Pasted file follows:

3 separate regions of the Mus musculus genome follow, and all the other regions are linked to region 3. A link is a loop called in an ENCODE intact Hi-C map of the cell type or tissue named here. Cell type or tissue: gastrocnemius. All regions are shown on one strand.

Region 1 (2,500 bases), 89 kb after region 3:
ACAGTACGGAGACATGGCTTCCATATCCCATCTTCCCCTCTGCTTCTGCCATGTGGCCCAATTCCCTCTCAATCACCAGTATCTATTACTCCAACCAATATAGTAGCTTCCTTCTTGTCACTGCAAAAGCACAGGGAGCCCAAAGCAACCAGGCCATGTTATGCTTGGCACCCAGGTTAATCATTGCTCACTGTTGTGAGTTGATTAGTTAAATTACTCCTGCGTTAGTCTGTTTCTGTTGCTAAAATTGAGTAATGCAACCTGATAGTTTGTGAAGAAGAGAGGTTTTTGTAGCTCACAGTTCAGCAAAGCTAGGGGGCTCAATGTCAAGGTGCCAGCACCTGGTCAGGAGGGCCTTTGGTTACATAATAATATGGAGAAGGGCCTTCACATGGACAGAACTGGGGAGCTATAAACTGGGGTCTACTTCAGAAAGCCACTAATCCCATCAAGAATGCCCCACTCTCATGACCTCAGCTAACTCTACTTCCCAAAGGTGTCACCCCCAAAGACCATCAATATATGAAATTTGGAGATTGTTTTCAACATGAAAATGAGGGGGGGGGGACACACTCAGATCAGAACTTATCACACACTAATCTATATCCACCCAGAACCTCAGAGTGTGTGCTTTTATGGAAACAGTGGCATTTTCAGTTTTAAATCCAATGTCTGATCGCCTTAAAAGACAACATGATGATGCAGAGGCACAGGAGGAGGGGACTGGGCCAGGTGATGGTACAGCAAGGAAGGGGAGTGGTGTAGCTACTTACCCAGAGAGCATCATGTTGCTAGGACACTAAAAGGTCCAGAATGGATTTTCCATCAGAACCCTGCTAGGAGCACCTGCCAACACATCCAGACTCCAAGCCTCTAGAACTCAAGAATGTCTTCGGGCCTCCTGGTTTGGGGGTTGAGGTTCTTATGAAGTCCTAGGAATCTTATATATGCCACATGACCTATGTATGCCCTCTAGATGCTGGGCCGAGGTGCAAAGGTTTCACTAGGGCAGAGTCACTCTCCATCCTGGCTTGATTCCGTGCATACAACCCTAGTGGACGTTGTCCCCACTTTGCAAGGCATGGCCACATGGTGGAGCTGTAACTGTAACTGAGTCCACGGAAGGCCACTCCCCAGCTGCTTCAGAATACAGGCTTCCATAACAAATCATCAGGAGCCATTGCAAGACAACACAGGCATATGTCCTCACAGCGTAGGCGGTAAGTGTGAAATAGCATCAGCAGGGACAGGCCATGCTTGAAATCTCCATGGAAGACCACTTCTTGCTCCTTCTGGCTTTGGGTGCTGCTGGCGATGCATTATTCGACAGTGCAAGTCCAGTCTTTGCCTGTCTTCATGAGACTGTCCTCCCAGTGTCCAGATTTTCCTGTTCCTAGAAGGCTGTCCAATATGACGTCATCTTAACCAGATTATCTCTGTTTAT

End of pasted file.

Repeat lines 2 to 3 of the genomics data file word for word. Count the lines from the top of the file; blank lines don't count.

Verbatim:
Region 1 (2,500 bases), 89 kb after region 3:
ACAGTACGGAGACATGGCTTCCATATCCCATCTTCCCCTCTGCTTCTGCCATGTGGCCCAATTCCCTCTCAATCACCAGTATCTATTACTCCAACCAATATAGTAGCTTCCTTCTTGTCACTGCAAAAGCACAGGGAGCCCAAAGCAACCAGGCCATGTTATGCTTGGCACCCAGGTTAATCATTGCTCACTGTTGTGAGTTGATTAGTTAAATTACTCCTGCGTTAGTCTGTTTCTGTTGCTAAAATTGAGTAATGCAACCTGATAGTTTGTGAAGAAGAGAGGTTTTTGTAGCTCACAGTTCAGCAAAGCTAGGGGGCTCAATGTCAAGGTGCCAGCACCTGGTCAGGAGGGCCTTTGGTTACATAATAATATGGAGAAGGGCCTTCACATGGACAGAACTGGGGAGCTATAAACTGGGGTCTACTTCAGAAAGCCACTAATCCCATCAAGAATGCCCCACTCTCATGACCTCAGCTAACTCTACTTCCCAAAGGTGTCACCCCCAAAGACCATCAATATATGAAATTTGGAGATTGTTTTCAACATGAAAATGAGGGGGGGGGGACACACTCAGATCAGAACTTATCACACACTAATCTATATCCACCCAGAACCTCAGAGTGTGTGCTTTTATGGAAACAGTGGCATTTTCAGTTTTAAATCCAATGTCTGATCGCCTTAAAAGACAACATGATGATGCAGAGGCACAGGAGGAGGGGACTGGGCCAGGTGATGGTACAGCAAGGAAGGGGAGTGGTGTAGCTACTTACCCAGAGAGCATCATGTTGCTAGGACACTAAAAGGTCCAGAATGGATTTTCCATCAGAACCCTGCTAGGAGCACCTGCCAACACATCCAGACTCCAAGCCTCTAGAACTCAAGAATGTCTTCGGGCCTCCTGGTTTGGGGGTTGAGGTTCTTATGAAGTCCTAGGAATCTTATATATGCCACATGACCTATGTATGCCCTCTAGATGCTGGGCCGAGGTGCAAAGGTTTCACTAGGGCAGAGTCACTCTCCATCCTGGCTTGATTCCGTGCATACAACCCTAGTGGACGTTGTCCCCACTTTGCAAGGCATGGCCACATGGTGGAGCTGTAACTGTAACTGAGTCCACGGAAGGCCACTCCCCAGCTGCTTCAGAATACAGGCTTCCATAACAAATCATCAGGAGCCATTGCAAGACAACACAGGCATATGTCCTCACAGCGTAGGCGGTAAGTGTGAAATAGCATCAGCAGGGACAGGCCATGCTTGAAATCTCCATGGAAGACCACTTCTTGCTCCTTCTGGCTTTGGGTGCTGCTGGCGATGCATTATTCGACAGTGCAAGTCCAGTCTTTGCCTGTCTTCATGAGACTGTCCTCCCAGTGTCCAGATTTTCCTGTTCCTAGAAGGCTGTCCAATATGACGTCATCTTAACCAGATTATCTCTGTTTAT